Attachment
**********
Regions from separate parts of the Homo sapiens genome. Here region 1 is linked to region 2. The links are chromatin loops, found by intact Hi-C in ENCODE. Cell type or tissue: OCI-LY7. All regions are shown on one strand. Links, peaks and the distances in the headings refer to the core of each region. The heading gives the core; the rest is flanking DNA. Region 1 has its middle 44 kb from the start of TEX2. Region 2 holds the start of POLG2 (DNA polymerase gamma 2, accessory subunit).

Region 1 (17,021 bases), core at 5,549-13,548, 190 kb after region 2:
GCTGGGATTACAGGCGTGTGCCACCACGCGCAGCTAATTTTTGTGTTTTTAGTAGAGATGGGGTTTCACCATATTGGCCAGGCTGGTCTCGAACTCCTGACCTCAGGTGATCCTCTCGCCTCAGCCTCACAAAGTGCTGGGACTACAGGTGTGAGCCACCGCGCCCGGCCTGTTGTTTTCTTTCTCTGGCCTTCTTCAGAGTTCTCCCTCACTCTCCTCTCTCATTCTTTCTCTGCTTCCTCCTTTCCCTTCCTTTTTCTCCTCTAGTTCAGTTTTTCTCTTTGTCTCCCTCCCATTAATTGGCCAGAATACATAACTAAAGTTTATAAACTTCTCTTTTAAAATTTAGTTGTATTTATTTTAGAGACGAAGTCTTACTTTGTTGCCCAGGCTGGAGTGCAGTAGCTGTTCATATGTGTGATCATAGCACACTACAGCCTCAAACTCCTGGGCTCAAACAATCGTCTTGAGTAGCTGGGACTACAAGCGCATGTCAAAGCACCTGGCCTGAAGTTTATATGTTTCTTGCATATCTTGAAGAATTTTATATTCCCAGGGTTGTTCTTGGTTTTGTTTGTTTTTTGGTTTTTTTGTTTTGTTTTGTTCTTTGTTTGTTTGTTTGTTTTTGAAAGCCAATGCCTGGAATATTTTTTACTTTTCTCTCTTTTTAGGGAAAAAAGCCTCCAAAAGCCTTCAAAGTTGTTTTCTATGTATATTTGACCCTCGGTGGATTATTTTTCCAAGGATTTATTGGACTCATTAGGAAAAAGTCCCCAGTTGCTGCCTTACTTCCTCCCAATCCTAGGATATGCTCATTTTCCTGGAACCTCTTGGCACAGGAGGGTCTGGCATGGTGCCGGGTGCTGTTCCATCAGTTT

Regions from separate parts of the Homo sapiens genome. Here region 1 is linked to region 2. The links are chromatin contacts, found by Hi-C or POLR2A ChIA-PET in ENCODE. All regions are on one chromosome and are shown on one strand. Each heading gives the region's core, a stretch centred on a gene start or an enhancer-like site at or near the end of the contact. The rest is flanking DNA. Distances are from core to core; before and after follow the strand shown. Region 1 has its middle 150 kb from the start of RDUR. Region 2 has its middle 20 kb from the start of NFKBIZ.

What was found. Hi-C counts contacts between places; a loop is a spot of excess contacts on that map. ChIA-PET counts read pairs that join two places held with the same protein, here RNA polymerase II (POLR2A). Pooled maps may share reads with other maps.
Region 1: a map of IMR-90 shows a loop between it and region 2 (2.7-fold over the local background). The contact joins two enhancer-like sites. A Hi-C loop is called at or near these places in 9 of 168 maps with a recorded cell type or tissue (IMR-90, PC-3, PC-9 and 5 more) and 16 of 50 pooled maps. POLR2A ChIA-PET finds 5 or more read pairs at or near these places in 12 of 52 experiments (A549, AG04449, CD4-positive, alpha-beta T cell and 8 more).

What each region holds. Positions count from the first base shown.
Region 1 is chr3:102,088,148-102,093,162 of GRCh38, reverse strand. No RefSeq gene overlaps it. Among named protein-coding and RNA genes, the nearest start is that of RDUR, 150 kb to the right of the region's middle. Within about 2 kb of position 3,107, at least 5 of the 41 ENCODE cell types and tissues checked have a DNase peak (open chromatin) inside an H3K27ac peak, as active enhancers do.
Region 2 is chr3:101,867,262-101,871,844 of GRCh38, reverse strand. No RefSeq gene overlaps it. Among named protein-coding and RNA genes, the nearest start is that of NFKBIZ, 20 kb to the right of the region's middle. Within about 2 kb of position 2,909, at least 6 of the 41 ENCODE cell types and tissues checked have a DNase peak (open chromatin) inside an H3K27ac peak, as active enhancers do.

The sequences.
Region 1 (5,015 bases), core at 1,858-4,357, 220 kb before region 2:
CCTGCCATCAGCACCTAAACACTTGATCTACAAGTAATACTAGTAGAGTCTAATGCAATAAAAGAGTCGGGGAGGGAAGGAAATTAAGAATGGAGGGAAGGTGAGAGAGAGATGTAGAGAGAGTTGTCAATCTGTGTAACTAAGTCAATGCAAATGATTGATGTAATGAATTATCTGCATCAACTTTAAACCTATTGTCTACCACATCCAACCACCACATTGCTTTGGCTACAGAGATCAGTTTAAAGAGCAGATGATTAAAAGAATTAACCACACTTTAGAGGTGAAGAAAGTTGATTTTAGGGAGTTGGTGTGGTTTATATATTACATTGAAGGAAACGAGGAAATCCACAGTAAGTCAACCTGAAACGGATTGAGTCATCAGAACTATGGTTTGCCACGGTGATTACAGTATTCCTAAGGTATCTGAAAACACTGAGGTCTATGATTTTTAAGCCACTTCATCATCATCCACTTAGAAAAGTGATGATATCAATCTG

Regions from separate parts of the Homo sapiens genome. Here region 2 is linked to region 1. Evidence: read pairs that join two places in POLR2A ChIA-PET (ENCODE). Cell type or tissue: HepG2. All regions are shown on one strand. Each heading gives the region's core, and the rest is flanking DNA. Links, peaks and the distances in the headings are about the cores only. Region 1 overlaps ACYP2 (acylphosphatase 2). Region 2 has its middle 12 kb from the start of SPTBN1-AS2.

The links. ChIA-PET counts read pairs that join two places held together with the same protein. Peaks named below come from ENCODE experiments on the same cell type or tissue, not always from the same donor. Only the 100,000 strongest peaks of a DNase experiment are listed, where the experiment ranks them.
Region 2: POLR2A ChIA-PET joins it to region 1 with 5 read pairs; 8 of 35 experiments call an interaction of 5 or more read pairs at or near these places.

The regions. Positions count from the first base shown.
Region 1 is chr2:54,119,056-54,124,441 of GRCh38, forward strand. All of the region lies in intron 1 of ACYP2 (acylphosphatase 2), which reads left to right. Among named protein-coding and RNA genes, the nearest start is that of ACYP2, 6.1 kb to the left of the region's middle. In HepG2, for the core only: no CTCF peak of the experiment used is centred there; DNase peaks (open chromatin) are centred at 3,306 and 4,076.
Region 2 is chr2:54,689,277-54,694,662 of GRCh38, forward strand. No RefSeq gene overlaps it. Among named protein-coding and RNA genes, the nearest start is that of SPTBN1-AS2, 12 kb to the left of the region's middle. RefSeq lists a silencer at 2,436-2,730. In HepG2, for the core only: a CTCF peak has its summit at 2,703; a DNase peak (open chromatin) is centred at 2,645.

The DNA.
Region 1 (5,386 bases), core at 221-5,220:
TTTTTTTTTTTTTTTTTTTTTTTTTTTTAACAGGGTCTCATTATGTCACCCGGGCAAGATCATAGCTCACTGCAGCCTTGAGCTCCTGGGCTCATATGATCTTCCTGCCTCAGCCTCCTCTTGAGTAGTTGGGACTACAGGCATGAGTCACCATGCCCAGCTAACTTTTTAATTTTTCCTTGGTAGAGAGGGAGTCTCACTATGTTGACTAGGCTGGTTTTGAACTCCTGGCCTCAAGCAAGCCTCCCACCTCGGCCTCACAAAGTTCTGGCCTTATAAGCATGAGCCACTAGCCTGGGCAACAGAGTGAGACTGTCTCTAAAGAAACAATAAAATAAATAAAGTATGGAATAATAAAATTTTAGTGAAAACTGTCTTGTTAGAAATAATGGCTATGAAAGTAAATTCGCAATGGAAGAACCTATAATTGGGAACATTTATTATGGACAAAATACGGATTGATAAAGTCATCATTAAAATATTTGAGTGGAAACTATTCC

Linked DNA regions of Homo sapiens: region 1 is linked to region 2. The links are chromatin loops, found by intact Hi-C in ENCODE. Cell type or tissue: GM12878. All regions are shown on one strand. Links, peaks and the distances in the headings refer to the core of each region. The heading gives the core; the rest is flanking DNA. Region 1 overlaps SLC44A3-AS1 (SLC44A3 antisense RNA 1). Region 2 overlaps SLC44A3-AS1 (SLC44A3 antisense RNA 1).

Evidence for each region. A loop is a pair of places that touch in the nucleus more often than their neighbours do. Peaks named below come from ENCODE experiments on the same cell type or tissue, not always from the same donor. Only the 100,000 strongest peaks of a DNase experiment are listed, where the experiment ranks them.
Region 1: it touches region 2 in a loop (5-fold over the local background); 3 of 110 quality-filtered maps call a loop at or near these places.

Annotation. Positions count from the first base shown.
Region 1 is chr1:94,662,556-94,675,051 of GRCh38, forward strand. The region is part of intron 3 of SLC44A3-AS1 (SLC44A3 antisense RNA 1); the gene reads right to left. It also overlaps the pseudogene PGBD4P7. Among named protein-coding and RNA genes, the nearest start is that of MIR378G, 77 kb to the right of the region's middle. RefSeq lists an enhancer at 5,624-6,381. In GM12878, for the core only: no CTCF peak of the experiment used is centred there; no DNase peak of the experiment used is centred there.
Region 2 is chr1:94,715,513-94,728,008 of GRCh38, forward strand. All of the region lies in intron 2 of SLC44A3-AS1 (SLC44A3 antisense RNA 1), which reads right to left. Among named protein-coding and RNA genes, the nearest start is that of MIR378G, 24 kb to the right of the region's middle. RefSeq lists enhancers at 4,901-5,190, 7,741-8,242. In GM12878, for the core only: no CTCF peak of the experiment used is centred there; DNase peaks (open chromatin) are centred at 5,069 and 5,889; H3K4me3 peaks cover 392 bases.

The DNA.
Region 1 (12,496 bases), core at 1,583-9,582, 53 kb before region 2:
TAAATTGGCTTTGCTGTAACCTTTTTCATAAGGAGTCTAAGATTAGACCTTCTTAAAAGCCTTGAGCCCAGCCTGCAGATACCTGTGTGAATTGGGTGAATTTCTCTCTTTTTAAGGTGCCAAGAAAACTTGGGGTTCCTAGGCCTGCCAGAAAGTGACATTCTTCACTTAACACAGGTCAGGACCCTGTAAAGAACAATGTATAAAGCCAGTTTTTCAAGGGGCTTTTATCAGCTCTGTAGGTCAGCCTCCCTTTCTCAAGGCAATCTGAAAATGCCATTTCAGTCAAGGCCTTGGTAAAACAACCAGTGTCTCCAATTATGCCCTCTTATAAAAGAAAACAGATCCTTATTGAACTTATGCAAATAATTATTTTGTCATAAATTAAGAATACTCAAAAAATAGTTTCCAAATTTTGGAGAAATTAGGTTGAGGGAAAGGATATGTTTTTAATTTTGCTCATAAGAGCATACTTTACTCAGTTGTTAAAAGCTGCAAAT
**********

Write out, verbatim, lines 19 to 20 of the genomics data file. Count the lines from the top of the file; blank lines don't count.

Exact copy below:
The DNA.
Region 1 (5,386 bases), core at 221-5,220: